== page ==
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# A trigonometric polynomial ( INMO 2020 Problem 2)

[et_pb_section fb_built="1" admin_label="Blog Hero" _builder_version="3.22" use_background_color_gradient="on" background_color_gradient_start="rgba(114,114,255,0.24)" background_color_gradient_end="#ffffff" background_blend="multiply" custom_padding="0|0px|0|0px|false|false" animation_style="slide" animation_direction="top" animation_intensity_slide="2%" locked="off"][et_pb_row _builder_version="3.25" background_size="initial" background_position="top_left" background_repeat="repeat" custom_margin="|||" custom_padding="27px|0px|27px|0px" custom_width_px="1280px"][et_pb_column type="4_4" _builder_version="3.25" custom_padding="|||" custom_padding__hover="|||"][et_pb_text _builder_version="3.27.4" text_text_color="#474ab6" text_line_height="1.9em" background_size="initial" background_position="top_left" background_repeat="repeat" text_orientation="center" max_width="540px" module_alignment="center" locked="off"]Suppose $P(x)$ is a polynomial with real coefficients, satisfying the condition $P(\cos \theta+\sin \theta)=P(\cos \theta-\sin \theta)$, for every real $\theta$. Prove that $P(x)$ can be expressed in the form$P(x)=a_0+a_1(1-x^2)^2+a_2(1-x^2)^4+\dots+a_n(1-x^2)^{2n}$for some real numbers $a_0, a_1, \dots, a_n$ and non-negative integer $n$.

Using a very standard trigometric identity , we can easily convert the following ,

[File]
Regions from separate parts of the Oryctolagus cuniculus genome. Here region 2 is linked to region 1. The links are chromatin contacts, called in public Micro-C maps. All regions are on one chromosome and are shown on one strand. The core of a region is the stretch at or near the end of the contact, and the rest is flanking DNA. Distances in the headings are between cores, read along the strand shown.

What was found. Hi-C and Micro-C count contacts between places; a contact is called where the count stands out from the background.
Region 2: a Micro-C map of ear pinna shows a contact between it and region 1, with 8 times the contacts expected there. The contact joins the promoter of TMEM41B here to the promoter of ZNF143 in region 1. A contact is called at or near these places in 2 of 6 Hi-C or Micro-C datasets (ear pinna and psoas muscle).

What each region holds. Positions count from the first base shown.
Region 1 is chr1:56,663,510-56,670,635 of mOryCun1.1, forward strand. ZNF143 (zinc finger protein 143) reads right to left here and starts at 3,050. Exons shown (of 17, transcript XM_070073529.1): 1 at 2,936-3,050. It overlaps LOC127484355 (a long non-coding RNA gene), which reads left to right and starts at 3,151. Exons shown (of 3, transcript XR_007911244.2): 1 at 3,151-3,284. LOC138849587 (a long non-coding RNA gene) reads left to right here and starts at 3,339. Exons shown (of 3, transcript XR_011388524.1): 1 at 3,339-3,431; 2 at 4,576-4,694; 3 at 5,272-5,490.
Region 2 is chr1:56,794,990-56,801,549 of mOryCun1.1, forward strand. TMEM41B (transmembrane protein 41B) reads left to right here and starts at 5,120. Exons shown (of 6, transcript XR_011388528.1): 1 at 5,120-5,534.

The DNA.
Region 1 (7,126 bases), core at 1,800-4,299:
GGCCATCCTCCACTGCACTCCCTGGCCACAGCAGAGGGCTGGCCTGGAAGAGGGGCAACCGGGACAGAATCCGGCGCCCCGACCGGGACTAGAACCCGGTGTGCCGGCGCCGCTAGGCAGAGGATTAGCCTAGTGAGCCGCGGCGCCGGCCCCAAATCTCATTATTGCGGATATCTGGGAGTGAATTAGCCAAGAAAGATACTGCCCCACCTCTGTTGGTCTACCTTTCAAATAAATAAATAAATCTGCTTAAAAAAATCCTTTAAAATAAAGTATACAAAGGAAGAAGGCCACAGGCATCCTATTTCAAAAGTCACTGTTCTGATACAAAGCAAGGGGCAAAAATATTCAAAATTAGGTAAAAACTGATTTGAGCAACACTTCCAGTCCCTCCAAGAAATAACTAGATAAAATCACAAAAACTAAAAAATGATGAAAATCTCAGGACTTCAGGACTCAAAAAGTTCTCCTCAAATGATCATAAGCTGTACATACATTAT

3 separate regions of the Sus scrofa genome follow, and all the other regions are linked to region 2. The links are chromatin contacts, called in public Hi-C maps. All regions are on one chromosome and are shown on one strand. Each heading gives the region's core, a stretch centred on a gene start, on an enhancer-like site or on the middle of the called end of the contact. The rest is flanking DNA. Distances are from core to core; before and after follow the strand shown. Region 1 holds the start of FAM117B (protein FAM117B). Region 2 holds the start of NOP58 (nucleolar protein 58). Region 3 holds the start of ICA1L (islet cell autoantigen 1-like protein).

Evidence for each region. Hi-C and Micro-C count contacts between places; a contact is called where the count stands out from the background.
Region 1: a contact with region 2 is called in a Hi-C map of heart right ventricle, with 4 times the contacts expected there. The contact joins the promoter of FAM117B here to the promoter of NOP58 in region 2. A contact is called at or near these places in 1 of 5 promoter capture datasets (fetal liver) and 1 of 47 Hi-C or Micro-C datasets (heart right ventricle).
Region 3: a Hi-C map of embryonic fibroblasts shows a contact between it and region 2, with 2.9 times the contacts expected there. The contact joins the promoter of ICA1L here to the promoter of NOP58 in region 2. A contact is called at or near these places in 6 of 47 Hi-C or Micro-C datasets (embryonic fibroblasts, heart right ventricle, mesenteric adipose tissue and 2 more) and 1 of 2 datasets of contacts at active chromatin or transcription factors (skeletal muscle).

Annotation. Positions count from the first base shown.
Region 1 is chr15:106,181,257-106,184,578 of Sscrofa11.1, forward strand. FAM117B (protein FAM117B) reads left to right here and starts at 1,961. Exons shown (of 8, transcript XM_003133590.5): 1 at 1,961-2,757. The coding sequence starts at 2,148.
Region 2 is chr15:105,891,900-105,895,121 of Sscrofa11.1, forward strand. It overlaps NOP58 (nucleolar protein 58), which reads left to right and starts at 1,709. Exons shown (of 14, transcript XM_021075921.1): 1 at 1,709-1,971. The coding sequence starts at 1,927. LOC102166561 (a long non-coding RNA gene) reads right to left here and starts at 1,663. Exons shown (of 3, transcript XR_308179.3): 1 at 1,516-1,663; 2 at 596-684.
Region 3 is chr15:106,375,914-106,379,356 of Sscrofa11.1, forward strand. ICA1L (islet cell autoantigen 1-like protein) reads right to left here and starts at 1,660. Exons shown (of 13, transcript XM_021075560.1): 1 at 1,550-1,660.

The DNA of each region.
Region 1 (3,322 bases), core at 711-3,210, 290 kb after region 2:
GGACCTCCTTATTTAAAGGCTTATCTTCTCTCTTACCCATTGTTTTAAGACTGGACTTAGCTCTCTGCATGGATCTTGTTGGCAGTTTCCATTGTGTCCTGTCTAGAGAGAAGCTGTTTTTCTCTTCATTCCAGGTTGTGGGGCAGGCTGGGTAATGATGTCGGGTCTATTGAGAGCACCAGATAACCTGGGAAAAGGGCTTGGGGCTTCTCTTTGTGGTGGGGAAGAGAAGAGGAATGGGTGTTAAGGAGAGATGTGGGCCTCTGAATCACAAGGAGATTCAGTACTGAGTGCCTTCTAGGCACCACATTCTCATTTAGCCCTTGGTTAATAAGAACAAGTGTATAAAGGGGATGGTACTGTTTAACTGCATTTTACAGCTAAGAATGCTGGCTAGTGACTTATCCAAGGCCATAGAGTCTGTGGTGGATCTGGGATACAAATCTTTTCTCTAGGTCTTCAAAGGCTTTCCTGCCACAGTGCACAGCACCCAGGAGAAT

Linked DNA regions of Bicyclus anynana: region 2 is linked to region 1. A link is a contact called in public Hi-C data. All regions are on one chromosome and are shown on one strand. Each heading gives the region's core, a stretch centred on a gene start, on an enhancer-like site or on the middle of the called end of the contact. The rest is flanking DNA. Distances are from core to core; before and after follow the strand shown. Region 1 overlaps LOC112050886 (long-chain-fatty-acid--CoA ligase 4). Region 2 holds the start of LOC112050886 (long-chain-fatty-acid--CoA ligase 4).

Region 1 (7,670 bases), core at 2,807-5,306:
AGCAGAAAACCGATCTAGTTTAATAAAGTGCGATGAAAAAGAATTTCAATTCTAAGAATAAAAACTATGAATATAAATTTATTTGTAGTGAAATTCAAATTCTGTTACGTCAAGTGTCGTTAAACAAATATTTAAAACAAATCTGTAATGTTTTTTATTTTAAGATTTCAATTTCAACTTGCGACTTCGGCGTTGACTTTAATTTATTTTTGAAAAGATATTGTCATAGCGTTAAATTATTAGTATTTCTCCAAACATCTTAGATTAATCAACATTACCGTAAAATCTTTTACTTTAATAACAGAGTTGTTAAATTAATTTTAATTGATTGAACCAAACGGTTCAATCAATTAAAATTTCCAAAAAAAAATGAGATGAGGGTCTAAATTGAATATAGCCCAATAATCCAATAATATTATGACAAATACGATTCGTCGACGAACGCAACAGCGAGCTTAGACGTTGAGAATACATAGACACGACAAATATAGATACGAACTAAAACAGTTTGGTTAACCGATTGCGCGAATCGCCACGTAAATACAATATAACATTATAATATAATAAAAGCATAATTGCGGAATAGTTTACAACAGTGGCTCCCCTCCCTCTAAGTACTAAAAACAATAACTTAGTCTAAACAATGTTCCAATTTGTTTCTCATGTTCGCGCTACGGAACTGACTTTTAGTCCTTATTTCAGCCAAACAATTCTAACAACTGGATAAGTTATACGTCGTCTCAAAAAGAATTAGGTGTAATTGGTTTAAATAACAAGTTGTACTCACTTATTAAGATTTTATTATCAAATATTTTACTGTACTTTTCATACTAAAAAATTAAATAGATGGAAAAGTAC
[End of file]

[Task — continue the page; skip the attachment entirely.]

\begin{align*} P(\cos\theta + \sin\theta) &= P(\cos\theta - \sin\theta) \\ \implies P\left(\sqrt{2}\sin\left(\frac{\pi}{4} + \theta\right)\right) &= P\left(\sqrt{2}\cos\left(\frac{\pi}{4} + \theta\right)\right) \\ \implies P(\sqrt{2}\sin x) &= P(\sqrt{2}\cos x) \\ \end{align*} Assuming ,  $(\frac{\pi}{4}+\theta) = x$ for all reals $$x$$. So,
$$P(-\sqrt{2}\sin(x)) = P(\sqrt{2}\sin(-x)) = P(\sqrt{2}\cos(-x)) = P(\sqrt{2}\cos(x)) = P(\sqrt{2}\sin(x))$$for all $$x\in\mathbb{R}$$. Since $$P(x) = P(-x)$$ holds for infinitely many $$x$$, it must hold for all $$x$$ (since $$P(x)$$ is a polynomial). so we get that ,  $P(x)$ is a even polynomial .[/et_pb_tab][et_pb_tab title="Hint 2" _builder_version="4.1"]Also
$$P(\sqrt{2}\cos(x)) = P(\sqrt{2}\sin(x))$$ implies that
$$P(t) = P(\sqrt{2}\sin(\cos^{-1}(t/\sqrt{2})))$$putting , $x=\cos^{-1}(t/\sqrt{2})$
for infinitely many $$t$$ $\in [-\sqrt2 ,\sqrt2]$.
$$\sqrt{2}\sin(\cos^{-1}(t/\sqrt{2})) = \sqrt{2 - t^2}$$so we get , $$P(x) = P(\sqrt{2-t^2})$$
Again as it is a polynomial function we can extend it all $\mathbb{R}$. And we get , $$P(x) = P(\sqrt{2-x^2})$$ for all reals $$x$$[/et_pb_tab][et_pb_tab title="Hint 3" _builder_version="4.1"]Since $$P(x)$$ is even , we can choose a even polynomial $Q(x)$ such that ,$$Q(x) = P(\sqrt{x+1})$$. $$P(\sqrt{1+x}) = Q(x) = a_0 + a_1x^2 + a_2x^4 + \cdots + a_nx^{2n}$$now take , $\sqrt{1+x} = y$ and you get the polynomial of required form .[/et_pb_tab][/et_pb_tabs][/et_pb_column][/et_pb_row][/et_pb_section][et_pb_section fb_built="1" admin_label="Footer" _builder_version="3.22" background_color="#f7f8fc" custom_padding="0px|0px|2px|0px|false|false" animation_style="zoom" animation_direction="bottom" animation_intensity_zoom="6%" animation_starting_opacity="100%" saved_tabs="all"][et_pb_row column_structure="1_2,1_4,1_4" use_custom_gutter="on" gutter_width="2" _builder_version="3.25" background_size="initial" background_position="top_left" background_repeat="repeat" custom_padding="24px|0px|145px|0px|false|false"][et_pb_column type="1_2" _builder_version="3.25" custom_padding="|||" custom_padding__hover="|||"][et_pb_text _builder_version="3.27.4" text_text_color="#7272ff" header_font="|on|||" header_text_color="#7272ff" header_font_size="36px" header_line_height="1.5em" background_size="initial" background_position="top_left" background_repeat="repeat" custom_margin="||20px|" animation_style="slide" animation_direction="bottom" animation_intensity_slide="10%"]